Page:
To seek and serve the Catholic and evangelical faith of the one Church, to the end of visible Christian unity throughout the world
This is the vocation of the Anglican Communion, and the vocation of the Living Church Foundation: to serve the cause of Christian unity, by offering our selves in service to God and one another, for the sake of the world and for the salvation of our souls. There is one Christian body, called to bear the one faith and the one hope of the gospel of our Lord (Eph. 4). The ecumenical vocation of Anglicanism, our urgent responsibility under God, is to speak ever more insistently of this reality, and to orient our prayer and our passion toward its accomplishment in love, by the power of the Spirit. “We proclaim Jesus Christ as Lord and ourselves as your servants for Jesus’ sake” (2 Cor. 4:5).
Animated by this commitment — to uphold the inseparability of Christian truth and Christian unity — the Living Church Foundation labors to lead Anglicans to be the first to “outdo” our brothers and sisters “in showing honor” (Rom. 12:10). In continuous publication since 1878, The Living Church served throughout the 20th century as the Catholic-minded magazine of record in the Episcopal Church in the United States, in firm support of the advancing ecumenical movement and the rise of a global, interdependent Anglican Communion. Heir to this tradition in a new century and committed to its continuation, The Living Church remains focused on the whole state of Christ’s Church, amid major shifts in the landscape and culture of global Christianity, in a world riven by tribalism and tumult, earthquake and famine (Matt. 24:7). We are champions of a covenanted Anglican Communion as a means of healing the wounds of division in the body of Christ.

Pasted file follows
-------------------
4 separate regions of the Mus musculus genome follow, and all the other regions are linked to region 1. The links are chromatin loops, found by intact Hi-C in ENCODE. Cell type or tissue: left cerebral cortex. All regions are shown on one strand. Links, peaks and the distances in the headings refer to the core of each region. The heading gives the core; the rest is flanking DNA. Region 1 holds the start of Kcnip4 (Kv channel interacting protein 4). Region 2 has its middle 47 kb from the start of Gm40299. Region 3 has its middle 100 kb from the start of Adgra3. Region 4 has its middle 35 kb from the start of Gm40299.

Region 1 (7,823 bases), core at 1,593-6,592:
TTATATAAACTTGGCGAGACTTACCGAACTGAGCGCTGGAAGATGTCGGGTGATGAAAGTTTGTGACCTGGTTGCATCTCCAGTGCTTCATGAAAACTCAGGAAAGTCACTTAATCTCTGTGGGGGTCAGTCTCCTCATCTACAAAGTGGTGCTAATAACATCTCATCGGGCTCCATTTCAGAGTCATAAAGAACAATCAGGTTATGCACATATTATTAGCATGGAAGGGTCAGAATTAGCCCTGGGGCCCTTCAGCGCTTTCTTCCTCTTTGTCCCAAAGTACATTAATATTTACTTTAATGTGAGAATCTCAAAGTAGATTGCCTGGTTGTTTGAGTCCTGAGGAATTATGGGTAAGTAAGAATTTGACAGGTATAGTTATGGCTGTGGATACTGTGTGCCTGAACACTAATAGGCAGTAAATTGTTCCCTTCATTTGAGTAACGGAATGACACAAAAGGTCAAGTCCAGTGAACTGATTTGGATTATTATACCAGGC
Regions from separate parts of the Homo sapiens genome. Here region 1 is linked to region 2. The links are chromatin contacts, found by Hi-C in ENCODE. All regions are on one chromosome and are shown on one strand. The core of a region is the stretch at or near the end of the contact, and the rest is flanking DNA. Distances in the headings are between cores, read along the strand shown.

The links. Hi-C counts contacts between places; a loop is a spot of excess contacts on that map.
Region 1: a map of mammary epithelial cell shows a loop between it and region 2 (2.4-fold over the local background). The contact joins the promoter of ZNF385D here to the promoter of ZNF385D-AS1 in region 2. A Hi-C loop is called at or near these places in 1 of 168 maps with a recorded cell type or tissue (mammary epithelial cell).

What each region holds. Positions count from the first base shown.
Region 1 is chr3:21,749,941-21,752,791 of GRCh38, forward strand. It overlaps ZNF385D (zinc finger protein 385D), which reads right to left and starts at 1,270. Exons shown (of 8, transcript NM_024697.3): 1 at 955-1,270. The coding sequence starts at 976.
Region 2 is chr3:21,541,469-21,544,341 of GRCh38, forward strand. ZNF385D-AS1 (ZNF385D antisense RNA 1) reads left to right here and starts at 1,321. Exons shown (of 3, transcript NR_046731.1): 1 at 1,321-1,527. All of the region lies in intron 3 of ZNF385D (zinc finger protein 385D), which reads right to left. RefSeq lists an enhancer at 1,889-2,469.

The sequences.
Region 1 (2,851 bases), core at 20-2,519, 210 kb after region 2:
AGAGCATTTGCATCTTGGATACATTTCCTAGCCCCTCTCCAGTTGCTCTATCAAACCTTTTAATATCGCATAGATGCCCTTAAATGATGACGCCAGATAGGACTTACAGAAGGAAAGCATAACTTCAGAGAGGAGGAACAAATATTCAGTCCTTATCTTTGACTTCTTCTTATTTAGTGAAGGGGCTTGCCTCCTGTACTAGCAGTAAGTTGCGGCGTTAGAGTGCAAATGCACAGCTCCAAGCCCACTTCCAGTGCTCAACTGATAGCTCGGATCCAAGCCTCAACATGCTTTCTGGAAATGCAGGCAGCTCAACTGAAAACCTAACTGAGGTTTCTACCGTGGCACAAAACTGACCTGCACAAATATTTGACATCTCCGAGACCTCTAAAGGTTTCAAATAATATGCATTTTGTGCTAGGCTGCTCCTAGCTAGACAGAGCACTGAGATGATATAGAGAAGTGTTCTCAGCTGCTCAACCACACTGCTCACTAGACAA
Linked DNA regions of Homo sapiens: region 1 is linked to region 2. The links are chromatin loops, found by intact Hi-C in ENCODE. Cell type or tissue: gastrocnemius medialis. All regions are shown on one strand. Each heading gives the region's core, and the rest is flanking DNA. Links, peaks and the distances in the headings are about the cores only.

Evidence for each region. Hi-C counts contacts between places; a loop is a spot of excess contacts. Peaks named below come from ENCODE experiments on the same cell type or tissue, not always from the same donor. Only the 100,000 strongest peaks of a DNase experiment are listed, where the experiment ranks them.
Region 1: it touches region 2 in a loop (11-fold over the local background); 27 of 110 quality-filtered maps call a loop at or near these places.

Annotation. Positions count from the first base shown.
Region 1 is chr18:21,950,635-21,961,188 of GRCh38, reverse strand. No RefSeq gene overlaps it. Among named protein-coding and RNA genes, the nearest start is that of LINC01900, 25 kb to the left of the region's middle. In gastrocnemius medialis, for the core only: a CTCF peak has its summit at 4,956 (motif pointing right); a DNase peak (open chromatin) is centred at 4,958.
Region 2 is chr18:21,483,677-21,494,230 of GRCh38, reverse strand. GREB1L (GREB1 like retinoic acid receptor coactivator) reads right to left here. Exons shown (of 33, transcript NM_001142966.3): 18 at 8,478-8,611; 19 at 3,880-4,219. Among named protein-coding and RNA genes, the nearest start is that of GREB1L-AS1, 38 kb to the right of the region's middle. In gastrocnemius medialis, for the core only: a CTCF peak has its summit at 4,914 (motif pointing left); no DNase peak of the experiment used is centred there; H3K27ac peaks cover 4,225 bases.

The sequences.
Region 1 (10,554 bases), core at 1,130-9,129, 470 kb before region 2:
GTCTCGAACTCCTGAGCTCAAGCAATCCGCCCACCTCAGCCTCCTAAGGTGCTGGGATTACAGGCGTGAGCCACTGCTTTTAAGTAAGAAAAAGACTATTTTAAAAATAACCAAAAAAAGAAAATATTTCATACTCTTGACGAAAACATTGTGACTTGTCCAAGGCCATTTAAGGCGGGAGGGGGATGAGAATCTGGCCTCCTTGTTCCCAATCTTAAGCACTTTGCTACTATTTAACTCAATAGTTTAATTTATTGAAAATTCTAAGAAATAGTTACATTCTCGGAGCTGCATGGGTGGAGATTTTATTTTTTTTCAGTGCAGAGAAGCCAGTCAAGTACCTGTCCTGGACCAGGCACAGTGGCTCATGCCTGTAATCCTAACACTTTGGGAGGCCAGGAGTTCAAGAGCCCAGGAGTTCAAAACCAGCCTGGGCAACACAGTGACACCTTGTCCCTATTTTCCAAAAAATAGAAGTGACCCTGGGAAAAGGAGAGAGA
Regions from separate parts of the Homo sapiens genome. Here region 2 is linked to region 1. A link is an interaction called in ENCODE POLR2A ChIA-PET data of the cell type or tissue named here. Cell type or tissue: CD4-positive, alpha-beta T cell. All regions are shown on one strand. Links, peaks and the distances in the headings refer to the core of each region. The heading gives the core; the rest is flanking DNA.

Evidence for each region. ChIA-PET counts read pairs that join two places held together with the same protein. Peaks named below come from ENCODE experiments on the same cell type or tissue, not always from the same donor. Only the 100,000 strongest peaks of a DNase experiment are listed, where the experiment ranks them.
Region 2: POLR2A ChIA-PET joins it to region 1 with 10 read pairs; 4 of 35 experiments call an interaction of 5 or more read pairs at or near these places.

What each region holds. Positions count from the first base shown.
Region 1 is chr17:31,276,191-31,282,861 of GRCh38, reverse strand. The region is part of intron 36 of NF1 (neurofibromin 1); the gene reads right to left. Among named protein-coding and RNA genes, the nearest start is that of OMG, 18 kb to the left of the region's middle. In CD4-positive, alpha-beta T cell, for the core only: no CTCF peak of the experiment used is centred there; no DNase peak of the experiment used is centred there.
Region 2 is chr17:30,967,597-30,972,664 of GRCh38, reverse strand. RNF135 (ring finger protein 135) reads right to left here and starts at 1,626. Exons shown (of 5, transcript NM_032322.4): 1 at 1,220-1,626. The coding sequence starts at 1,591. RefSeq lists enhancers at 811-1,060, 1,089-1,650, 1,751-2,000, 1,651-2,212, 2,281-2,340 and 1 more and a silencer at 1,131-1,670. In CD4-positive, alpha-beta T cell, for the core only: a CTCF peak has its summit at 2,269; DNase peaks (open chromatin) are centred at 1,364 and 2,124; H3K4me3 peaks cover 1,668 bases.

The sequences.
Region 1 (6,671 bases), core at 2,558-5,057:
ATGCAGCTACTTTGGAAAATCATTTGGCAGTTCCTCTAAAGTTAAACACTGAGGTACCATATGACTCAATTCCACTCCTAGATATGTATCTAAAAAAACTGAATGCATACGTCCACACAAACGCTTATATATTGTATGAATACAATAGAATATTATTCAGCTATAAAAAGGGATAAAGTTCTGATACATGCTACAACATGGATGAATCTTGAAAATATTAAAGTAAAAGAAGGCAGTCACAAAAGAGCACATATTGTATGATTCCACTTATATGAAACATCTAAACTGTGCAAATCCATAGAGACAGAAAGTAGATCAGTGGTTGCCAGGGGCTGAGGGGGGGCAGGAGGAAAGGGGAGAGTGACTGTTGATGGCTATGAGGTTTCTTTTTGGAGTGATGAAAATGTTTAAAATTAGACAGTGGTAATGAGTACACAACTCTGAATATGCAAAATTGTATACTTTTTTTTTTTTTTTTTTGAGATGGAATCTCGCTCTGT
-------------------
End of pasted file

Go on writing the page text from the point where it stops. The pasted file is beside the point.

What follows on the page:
Based primarily in the Episcopal Church in the United States, the members of the governing Foundation and Board of the Living Church are communion-minded and -committed Anglicans from several nations, loyal to the See of Canterbury as the focus of the Anglican family.
- to pray, as Christ prayed, “may they all be one… so that the world may believe” (Jn. 17:21);
- to teach, write, evangelize, and bear witness to the truth of our faith with joy in hope, refusing to capitulate to fractiousness;
- to press forward in mission and service in cooperation with all Christians;
- to cultivate a spirit of love and respect, while boldly proclaiming the gospel;
- to produce the very best independent news reporting, incisive commentary, and edifying scholarship for a broad audience of thoughtful Christians;
- to expand our circle of readers and friends, placing The Living Church in the hands of more and more people the world over.
We invite you to join with us in our mission.
We, Bishops of the Protestant Episcopal Church in the United States of America, in Council assembled as Bishops in the Church of God, do hereby solemnly declare to all whom it may concern, and especially to our fellow-Christians of the different Communions … who, in their several spheres, have contended for the religion of Christ:
- Our earnest desire that the Savior’s prayer, “That we all may be one,” may, in its deepest and truest sense, be speedily fulfilled;
- That we believe that all who have been duly baptized with water, in the name of the Father, and of the Son, and of the Holy Ghost, are members of the Holy Catholic Church;
- That in all things of human ordering or human choice, relating to modes of worship and discipline, or to traditional customs, this Church is ready in the spirit of love and humility to forego all preferences of her own;